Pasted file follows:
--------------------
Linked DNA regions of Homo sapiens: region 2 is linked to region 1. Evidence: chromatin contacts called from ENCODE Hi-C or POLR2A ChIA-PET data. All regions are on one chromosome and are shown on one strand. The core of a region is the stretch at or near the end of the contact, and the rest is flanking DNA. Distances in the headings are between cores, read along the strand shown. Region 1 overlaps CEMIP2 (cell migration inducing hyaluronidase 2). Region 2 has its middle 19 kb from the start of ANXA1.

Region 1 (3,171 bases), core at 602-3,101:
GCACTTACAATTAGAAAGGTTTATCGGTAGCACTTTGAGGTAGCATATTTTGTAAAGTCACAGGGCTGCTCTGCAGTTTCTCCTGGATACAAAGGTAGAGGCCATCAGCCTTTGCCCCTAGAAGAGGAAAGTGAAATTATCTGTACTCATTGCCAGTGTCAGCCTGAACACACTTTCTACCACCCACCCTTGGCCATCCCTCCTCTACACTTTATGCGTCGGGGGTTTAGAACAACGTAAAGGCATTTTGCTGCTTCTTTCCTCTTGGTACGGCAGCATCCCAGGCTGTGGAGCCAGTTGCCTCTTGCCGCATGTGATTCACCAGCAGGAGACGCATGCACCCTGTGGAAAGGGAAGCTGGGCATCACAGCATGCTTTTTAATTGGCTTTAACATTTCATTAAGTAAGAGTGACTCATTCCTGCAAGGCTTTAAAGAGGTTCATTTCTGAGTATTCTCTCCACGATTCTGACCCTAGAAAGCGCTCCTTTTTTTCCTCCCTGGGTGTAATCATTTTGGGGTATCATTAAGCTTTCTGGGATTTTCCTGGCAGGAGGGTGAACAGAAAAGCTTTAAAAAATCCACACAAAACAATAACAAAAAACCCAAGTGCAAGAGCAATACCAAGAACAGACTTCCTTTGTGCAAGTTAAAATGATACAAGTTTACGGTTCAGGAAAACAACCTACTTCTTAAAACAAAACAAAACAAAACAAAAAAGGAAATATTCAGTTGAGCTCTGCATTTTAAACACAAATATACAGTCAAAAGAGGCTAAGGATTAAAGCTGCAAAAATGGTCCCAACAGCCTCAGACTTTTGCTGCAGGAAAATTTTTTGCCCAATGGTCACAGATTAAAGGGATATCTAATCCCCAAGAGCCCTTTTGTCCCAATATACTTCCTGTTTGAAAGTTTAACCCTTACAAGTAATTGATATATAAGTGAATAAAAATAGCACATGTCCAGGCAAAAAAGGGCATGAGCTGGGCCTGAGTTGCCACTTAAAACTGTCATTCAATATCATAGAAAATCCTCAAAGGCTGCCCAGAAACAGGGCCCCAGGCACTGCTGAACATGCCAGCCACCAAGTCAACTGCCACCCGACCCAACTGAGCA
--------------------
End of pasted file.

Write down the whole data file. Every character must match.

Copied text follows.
Linked DNA regions of Homo sapiens: region 2 is linked to region 1. Evidence: chromatin contacts called from ENCODE Hi-C or POLR2A ChIA-PET data. All regions are on one chromosome and are shown on one strand. The core of a region is the stretch at or near the end of the contact, and the rest is flanking DNA. Distances in the headings are between cores, read along the strand shown. Region 1 overlaps CEMIP2 (cell migration inducing hyaluronidase 2). Region 2 has its middle 19 kb from the start of ANXA1.

Region 1 (3,171 bases), core at 602-3,101:
GCACTTACAATTAGAAAGGTTTATCGGTAGCACTTTGAGGTAGCATATTTTGTAAAGTCACAGGGCTGCTCTGCAGTTTCTCCTGGATACAAAGGTAGAGGCCATCAGCCTTTGCCCCTAGAAGAGGAAAGTGAAATTATCTGTACTCATTGCCAGTGTCAGCCTGAACACACTTTCTACCACCCACCCTTGGCCATCCCTCCTCTACACTTTATGCGTCGGGGGTTTAGAACAACGTAAAGGCATTTTGCTGCTTCTTTCCTCTTGGTACGGCAGCATCCCAGGCTGTGGAGCCAGTTGCCTCTTGCCGCATGTGATTCACCAGCAGGAGACGCATGCACCCTGTGGAAAGGGAAGCTGGGCATCACAGCATGCTTTTTAATTGGCTTTAACATTTCATTAAGTAAGAGTGACTCATTCCTGCAAGGCTTTAAAGAGGTTCATTTCTGAGTATTCTCTCCACGATTCTGACCCTAGAAAGCGCTCCTTTTTTTCCTCCCTGGGTGTAATCATTTTGGGGTATCATTAAGCTTTCTGGGATTTTCCTGGCAGGAGGGTGAACAGAAAAGCTTTAAAAAATCCACACAAAACAATAACAAAAAACCCAAGTGCAAGAGCAATACCAAGAACAGACTTCCTTTGTGCAAGTTAAAATGATACAAGTTTACGGTTCAGGAAAACAACCTACTTCTTAAAACAAAACAAAACAAAACAAAAAAGGAAATATTCAGTTGAGCTCTGCATTTTAAACACAAATATACAGTCAAAAGAGGCTAAGGATTAAAGCTGCAAAAATGGTCCCAACAGCCTCAGACTTTTGCTGCAGGAAAATTTTTTGCCCAATGGTCACAGATTAAAGGGATATCTAATCCCCAAGAGCCCTTTTGTCCCAATATACTTCCTGTTTGAAAGTTTAACCCTTACAAGTAATTGATATATAAGTGAATAAAAATAGCACATGTCCAGGCAAAAAAGGGCATGAGCTGGGCCTGAGTTGCCACTTAAAACTGTCATTCAATATCATAGAAAATCCTCAAAGGCTGCCCAGAAACAGGGCCCCAGGCACTGCTGAACATGCCAGCCACCAAGTCAACTGCCACCCGACCCAACTGAGCA